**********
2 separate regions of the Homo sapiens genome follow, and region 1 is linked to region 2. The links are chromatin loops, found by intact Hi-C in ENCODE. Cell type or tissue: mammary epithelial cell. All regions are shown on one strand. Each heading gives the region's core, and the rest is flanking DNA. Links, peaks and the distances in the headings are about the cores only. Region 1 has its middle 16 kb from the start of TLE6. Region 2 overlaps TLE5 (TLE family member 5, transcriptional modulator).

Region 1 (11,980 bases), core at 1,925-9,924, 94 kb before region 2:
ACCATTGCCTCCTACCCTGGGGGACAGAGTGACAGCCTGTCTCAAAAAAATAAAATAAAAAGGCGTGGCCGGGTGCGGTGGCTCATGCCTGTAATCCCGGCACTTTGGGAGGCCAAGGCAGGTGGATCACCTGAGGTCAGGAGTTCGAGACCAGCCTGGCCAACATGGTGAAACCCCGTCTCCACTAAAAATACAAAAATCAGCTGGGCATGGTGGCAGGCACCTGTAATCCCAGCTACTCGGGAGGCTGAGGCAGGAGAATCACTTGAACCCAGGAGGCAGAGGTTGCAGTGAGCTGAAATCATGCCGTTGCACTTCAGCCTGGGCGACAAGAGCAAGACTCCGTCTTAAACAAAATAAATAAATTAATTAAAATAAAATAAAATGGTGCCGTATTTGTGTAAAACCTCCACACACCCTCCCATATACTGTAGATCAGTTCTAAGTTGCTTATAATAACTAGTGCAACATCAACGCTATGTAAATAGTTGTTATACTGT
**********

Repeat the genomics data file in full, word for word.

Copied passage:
2 separate regions of the Homo sapiens genome follow, and region 1 is linked to region 2. The links are chromatin loops, found by intact Hi-C in ENCODE. Cell type or tissue: mammary epithelial cell. All regions are shown on one strand. Each heading gives the region's core, and the rest is flanking DNA. Links, peaks and the distances in the headings are about the cores only. Region 1 has its middle 16 kb from the start of TLE6. Region 2 overlaps TLE5 (TLE family member 5, transcriptional modulator).

Region 1 (11,980 bases), core at 1,925-9,924, 94 kb before region 2:
ACCATTGCCTCCTACCCTGGGGGACAGAGTGACAGCCTGTCTCAAAAAAATAAAATAAAAAGGCGTGGCCGGGTGCGGTGGCTCATGCCTGTAATCCCGGCACTTTGGGAGGCCAAGGCAGGTGGATCACCTGAGGTCAGGAGTTCGAGACCAGCCTGGCCAACATGGTGAAACCCCGTCTCCACTAAAAATACAAAAATCAGCTGGGCATGGTGGCAGGCACCTGTAATCCCAGCTACTCGGGAGGCTGAGGCAGGAGAATCACTTGAACCCAGGAGGCAGAGGTTGCAGTGAGCTGAAATCATGCCGTTGCACTTCAGCCTGGGCGACAAGAGCAAGACTCCGTCTTAAACAAAATAAATAAATTAATTAAAATAAAATAAAATGGTGCCGTATTTGTGTAAAACCTCCACACACCCTCCCATATACTGTAGATCAGTTCTAAGTTGCTTATAATAACTAGTGCAACATCAACGCTATGTAAATAGTTGTTATACTGT